Physician Profile: Meet Dr. David Gwinn

Published February 20, 2018

At The Centers for Advanced Orthopaedics, we are committed to providing patients with the highest quality and most convenient orthopaedic care possible. As new physicians and care centers join CAO, we’re able to expand our offerings and better serve the local community.

We’re delighted to welcome our newest physician, spine surgeon Dr. David Gwinn, to the Montgomery Orthopaedics care center. Dr. Gwinn has more than 20 years of experience treating combat wounds and serving the U.S. Navy at the Walter Reed National Military Medical Center, and he recently served as Chief and Chairman of the Orthopaedics Department at Walter Reed.

We sat down with Dr. Gwinn to discuss his spine specialty, experiences with the Navy and the decision to pursue private practice:

Why did you choose to specialize in spine surgery?

I became interested in the spine specialty during my second year of residency. One of the staff members I worked with was a spine surgeon, and we got along really well. I found that I enjoyed the focus that spine surgery requires, and the difficulty of the procedures. I thought it was something that would give me job satisfaction over the course of my life.

What are some of the most common injuries you treat?

I primarily work with degenerative spine conditions, so I’m often working with patients who have degenerative scoliosis and performing cervical fusions, lumbar fusions and lumbar decompressions. Additionally, I work with spine trauma and spine oncology patients, where I typically treat tumors. I also perform hip and knee replacements for patients with arthritis.

In addition to serving as a physician with the Navy for 20 years, you recently earned a Master’s in Strategic Studies from the Marine Corps War College. Can you tell us about that?

I have a lot of interest in both national and healthcare policy. At one point, I was considering going into executive administration within the military, which is ultimately a flag rank. I needed to make sure that I had the prerequisites to make that possible and support my interest in policy. I chose to pursue the degree during my deployment in Afghanistan, which was followed by time studying at the Marine Corps War College in Quantico.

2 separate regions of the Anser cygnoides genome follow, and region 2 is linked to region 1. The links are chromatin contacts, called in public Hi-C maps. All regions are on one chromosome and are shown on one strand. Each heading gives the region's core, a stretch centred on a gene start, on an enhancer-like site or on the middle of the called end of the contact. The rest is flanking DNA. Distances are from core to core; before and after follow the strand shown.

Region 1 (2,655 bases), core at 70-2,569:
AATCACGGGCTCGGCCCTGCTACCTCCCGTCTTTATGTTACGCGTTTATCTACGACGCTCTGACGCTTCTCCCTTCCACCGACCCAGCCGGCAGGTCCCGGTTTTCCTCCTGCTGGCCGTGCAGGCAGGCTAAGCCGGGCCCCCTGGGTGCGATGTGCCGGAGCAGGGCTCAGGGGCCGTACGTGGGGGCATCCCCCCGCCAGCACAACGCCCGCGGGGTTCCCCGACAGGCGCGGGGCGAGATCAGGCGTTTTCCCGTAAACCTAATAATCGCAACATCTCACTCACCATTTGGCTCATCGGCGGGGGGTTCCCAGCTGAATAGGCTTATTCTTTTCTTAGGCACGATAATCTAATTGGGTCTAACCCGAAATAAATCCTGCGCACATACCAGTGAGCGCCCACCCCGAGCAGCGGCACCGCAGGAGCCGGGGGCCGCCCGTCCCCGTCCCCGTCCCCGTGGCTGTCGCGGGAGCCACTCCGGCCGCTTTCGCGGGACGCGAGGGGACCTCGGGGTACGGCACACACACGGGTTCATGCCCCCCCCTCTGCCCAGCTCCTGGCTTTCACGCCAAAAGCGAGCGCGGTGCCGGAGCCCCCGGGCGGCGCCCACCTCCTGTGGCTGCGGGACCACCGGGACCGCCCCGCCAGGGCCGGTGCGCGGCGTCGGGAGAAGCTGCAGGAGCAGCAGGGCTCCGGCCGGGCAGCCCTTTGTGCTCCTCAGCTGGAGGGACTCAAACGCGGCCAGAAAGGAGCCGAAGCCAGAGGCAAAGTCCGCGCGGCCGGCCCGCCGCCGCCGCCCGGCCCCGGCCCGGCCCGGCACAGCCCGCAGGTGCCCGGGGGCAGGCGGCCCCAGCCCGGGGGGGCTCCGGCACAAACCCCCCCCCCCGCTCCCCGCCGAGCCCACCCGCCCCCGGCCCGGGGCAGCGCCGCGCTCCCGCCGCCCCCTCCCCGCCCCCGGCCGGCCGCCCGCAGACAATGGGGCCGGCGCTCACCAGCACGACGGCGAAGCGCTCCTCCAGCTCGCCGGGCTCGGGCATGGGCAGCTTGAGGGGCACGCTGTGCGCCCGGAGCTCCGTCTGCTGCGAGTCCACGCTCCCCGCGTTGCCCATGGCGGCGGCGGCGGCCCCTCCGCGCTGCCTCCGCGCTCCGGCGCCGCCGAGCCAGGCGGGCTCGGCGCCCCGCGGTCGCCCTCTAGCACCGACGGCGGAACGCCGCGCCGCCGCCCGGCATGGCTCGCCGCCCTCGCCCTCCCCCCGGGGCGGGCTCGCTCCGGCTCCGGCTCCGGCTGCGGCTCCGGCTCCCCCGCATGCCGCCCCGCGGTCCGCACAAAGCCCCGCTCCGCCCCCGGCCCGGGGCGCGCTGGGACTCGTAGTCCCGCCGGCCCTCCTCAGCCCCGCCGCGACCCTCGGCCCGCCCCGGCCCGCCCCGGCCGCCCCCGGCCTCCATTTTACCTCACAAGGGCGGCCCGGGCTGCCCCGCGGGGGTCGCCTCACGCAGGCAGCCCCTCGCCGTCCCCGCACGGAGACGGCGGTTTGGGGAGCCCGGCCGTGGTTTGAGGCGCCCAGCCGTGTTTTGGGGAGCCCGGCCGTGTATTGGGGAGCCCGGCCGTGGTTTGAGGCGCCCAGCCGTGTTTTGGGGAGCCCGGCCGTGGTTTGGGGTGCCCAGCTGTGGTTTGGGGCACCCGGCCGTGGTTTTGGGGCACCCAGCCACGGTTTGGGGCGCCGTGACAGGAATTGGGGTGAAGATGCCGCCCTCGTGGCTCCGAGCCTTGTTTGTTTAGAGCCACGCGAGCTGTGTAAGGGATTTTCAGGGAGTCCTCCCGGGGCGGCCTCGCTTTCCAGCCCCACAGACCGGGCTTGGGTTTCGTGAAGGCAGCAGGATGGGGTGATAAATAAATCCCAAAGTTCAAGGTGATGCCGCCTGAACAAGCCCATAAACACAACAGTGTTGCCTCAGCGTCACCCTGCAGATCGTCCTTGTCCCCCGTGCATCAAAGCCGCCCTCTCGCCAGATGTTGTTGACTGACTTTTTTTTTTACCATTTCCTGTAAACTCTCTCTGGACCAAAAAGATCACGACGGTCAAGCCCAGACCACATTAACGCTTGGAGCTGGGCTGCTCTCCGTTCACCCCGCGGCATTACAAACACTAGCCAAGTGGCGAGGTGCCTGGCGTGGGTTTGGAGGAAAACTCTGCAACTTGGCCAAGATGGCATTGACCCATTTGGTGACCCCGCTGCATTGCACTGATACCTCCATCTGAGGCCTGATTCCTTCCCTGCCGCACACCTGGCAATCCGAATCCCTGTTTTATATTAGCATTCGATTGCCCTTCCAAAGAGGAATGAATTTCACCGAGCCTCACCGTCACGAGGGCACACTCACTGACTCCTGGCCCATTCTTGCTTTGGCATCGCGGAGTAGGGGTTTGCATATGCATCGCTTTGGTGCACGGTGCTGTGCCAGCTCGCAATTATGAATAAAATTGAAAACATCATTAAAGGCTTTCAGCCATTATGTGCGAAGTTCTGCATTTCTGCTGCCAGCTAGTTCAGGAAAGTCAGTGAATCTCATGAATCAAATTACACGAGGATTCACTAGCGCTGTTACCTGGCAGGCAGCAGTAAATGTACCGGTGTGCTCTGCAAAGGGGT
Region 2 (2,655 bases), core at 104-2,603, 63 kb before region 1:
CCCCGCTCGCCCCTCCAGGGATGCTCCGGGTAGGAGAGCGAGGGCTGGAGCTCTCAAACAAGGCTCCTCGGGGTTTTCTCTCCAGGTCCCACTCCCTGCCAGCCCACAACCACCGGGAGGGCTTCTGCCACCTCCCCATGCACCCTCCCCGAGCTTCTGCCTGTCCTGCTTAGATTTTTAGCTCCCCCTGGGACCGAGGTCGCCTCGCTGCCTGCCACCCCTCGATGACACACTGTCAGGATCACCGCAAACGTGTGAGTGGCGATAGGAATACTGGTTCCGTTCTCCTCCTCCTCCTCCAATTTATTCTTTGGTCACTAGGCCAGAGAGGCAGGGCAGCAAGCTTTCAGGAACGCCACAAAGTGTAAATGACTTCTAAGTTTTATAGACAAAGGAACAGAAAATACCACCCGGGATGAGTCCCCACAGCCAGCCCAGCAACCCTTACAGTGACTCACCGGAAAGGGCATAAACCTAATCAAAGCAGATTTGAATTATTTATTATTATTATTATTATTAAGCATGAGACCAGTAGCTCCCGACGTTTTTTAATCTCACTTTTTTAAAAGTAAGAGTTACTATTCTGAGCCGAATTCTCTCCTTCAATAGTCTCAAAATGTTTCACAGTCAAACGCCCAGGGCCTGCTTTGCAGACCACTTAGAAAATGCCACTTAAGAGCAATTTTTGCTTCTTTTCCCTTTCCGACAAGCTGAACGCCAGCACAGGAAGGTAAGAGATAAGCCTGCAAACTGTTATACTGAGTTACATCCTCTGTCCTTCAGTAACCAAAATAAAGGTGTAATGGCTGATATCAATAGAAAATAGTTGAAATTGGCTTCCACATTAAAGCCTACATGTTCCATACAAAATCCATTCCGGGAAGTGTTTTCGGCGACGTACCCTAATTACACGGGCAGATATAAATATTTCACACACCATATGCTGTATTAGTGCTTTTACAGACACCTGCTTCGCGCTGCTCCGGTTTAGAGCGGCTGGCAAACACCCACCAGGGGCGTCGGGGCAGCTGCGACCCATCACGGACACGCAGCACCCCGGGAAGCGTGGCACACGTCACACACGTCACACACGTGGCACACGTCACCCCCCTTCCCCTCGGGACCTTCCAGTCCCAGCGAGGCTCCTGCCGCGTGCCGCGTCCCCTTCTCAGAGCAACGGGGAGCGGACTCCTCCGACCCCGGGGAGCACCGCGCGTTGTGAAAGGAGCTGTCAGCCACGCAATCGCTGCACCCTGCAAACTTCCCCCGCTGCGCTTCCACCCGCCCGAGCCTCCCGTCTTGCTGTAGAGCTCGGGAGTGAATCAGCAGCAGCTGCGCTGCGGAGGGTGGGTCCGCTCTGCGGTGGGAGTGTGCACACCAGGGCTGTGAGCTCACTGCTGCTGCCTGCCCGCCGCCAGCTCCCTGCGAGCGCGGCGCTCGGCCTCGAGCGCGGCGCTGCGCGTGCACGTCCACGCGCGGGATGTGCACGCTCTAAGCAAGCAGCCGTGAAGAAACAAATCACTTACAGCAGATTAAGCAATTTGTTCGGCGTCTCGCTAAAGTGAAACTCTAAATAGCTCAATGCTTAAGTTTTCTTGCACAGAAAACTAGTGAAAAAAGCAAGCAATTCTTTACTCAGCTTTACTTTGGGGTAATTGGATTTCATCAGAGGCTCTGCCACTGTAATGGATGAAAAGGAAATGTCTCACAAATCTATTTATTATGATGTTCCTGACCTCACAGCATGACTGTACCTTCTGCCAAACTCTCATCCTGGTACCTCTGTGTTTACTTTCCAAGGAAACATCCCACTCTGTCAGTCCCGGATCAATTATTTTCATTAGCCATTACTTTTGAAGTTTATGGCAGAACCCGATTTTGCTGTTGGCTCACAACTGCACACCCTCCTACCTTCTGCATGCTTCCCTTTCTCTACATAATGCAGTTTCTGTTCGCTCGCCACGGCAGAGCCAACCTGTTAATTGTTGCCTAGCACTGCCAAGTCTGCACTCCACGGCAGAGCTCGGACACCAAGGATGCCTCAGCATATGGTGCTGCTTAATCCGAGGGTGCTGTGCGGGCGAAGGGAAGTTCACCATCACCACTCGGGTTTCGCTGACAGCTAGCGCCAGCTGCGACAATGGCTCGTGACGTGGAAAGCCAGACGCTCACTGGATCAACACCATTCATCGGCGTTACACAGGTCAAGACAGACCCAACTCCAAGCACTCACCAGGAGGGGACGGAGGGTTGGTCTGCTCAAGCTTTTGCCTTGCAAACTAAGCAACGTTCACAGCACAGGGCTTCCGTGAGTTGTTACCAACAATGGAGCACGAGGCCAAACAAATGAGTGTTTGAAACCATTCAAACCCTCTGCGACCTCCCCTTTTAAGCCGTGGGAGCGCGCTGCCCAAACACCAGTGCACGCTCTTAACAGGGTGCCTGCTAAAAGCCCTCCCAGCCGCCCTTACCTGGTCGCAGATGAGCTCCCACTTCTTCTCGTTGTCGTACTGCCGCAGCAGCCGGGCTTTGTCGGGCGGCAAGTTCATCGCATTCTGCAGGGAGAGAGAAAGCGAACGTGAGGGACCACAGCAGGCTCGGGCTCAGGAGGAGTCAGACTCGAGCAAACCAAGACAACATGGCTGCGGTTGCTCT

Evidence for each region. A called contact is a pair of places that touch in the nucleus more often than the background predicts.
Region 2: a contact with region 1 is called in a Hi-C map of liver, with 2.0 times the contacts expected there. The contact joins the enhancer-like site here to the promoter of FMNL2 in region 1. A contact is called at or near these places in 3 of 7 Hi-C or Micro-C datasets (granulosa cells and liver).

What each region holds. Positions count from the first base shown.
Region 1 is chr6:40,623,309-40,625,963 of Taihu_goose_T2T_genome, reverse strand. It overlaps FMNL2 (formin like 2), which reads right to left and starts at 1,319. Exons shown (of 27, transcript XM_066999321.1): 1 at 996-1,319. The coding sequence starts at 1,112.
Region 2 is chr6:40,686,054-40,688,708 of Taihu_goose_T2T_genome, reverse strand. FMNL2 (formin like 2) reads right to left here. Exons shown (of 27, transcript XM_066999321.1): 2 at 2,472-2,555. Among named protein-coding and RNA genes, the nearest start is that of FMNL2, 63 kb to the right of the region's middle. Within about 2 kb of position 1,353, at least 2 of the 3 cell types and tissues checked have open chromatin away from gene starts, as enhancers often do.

I didn’t feel that the military was maximizing healthcare from a fiscal or quality standpoint based on what I had seen and experienced, I felt like I could contribute to changing that. The additional education did help lead to my position as the Chief and Chairman of the Orthopaedic Surgery department at Walter Reed Medical Center, but I realized that I would have to give up a lot of my clinical practice in order to pursue an executive position. I ultimately decided it wasn’t worth losing the majority of my clinical practice – I just cared too much about treating patients and doing surgery.

Tell us about your experience chairing the orthopaedic department at Walter Reed.

Walter Reed has been the primary hospital for combat surgery over the last 15 years. We have a big mission, and I felt that I was able to give back to that mission by expanding my focus beyond my expertise in orthopaedics. Walter Reed has a large residency program, and the orthopaedic department alone has 36 residents and more than 20 staff members. I had the chance to lead colleagues, peers and subordinates, which was both rewarding and eye-opening.

Why did you recently choose to pursue a career in private practice?

I’ve been in a large health system – the Department of Defense – for my entire career, and it is also a strong academic setting. In that setting, research and teaching is as important as patient care. My favorite part of medicine is actually the clinical work of treating patients, and I wanted to spend more time with patients. I’ve put into my military career what they invested in me, and it’s time to have a new experience and work in civilian medicine for the first time. Working in private practice also frees up my personal life and creates new opportunities I haven’t had before.

The one thing that I am going to miss the most is my colleagues and patients, who were all focused on a mission that was bigger than us. That generates a type of personality that is very easy to get along with and to work with, but I do feel that the Montgomery Orthopaedics staff has very similar personalities. I’m very fortunate and lucky to find that. In fact, one of my colleagues here, John Keeling, was also one of my partners at Walter Reed.

What has been your experience transitioning to CAO?

I’ve experienced a high level of support here at CAO, which you don’t necessarily get in a big system, so that’s been a pleasant surprise. My partners at Montgomery Orthopaedics have also been very helpful and made the transition very easy.

Tell us a fun fact about your personal life.

I play a keyboard in a professional band, and I’m an avid golfer!

How do you think orthopaedics will change over the next few years?

I think evidence-based and outcomes-based medicine will change all aspects of medicine, not just orthopaedics or spine surgery. If it’s implemented correctly, it could really benefit both patients and doctors. However, I think it’s important that surgeons – as the substantive experts – fully participate in this process to ensure it’s beneficial to all of us.